You can attempt this straightforward exercise to see how well it applies to your own work:

Make a list of the things that are most essential to you that you want to accomplish first thing in the morning and put them in order of priority. Put these things in order from most difficult to least difficult. Proceed with those tasks in the sequence listed above.

You’ll have finished your most difficult tasks by the late afternoon or early evening, when decision fatigue is at its peak, and you won’t lose any of your ability to complete the simpler, less important duties that you’ve put off until the end of the day. This is because you’ll have saved them earlier in the day.

There are client fire drills, project deadlines, and meetings that you can’t shift, all of which conspire to throw off this type of planning. I’ll be the first to admit that it’s not always practical to follow this to the letter. However, if you implement this strategy to the aspects of your work that are under your command, you will remain way ahead of the competition.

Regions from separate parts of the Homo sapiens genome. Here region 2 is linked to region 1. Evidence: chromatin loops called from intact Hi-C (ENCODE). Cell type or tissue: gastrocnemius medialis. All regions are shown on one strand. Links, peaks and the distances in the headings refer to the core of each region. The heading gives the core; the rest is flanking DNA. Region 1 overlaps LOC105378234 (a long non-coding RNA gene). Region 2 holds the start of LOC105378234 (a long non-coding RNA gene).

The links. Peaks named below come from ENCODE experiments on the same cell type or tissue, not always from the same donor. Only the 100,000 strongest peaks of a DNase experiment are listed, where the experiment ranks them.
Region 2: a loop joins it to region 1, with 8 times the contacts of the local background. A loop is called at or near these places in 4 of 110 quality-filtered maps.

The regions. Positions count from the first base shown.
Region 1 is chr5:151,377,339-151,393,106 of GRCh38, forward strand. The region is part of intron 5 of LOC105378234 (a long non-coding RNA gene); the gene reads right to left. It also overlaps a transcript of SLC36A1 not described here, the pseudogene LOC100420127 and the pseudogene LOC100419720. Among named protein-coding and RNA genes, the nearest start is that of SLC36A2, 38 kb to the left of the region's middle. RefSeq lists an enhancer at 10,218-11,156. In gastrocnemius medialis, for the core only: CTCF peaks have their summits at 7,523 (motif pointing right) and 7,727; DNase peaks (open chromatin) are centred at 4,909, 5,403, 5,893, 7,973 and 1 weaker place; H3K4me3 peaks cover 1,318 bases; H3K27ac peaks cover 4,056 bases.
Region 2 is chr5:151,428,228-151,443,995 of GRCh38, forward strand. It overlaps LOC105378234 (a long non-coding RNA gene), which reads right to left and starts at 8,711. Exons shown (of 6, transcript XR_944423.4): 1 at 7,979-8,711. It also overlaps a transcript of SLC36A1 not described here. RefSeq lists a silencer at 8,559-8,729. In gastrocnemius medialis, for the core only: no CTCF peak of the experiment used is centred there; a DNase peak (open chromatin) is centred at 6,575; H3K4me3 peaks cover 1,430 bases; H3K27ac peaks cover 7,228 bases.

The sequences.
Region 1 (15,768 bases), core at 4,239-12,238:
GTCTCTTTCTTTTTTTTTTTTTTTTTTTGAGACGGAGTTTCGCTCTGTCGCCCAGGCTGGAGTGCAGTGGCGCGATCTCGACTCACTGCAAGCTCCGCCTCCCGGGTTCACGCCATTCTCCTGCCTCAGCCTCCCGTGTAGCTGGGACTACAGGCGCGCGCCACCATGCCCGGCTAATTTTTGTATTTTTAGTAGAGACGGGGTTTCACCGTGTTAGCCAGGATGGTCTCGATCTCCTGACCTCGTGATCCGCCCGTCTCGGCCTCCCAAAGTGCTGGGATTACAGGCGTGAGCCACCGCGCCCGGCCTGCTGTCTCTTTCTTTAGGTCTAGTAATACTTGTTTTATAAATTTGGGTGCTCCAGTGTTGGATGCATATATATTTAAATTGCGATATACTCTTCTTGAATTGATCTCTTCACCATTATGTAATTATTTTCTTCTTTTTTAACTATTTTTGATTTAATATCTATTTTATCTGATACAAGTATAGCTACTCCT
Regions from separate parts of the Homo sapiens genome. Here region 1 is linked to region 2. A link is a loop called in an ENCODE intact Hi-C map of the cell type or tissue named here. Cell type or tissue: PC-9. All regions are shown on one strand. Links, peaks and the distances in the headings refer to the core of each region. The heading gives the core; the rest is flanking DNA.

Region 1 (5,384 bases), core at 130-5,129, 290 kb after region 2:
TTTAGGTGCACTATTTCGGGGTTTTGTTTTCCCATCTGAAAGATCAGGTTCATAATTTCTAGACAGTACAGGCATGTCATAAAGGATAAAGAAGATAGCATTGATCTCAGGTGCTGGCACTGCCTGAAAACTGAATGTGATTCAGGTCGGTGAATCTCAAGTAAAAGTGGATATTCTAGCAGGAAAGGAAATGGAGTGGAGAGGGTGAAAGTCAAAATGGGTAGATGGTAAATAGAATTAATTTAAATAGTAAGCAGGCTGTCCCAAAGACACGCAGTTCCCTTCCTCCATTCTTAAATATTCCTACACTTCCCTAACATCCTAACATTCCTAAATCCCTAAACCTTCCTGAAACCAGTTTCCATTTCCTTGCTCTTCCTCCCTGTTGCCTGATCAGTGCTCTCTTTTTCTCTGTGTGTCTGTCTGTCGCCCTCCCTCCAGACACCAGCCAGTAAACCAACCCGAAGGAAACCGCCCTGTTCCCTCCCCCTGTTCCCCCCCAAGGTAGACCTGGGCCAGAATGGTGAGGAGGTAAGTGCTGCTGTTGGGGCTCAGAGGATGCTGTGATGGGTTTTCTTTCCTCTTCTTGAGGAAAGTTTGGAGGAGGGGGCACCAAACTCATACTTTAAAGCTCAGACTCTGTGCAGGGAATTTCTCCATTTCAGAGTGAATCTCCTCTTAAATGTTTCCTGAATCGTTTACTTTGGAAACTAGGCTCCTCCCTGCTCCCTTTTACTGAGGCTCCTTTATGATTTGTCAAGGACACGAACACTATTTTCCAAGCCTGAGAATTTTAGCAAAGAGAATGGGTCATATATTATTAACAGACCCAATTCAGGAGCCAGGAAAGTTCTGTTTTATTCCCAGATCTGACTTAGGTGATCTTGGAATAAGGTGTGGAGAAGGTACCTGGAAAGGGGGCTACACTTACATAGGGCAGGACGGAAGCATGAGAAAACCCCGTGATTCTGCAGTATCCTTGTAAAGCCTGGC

In conclusion, decision fatigue is still a subject that is up for discussion. Those who experience the impacts of decision fatigue may find that it becomes increasingly difficult to make the most appropriate selections as the day progresses. Many people report having experienced the effects of decision fatigue, despite the fact that further research is required to completely understand the phenomenon.

Changing the way you think about self-control can help you change the way you react to different kinds of decision making process and the fatigue it may cause.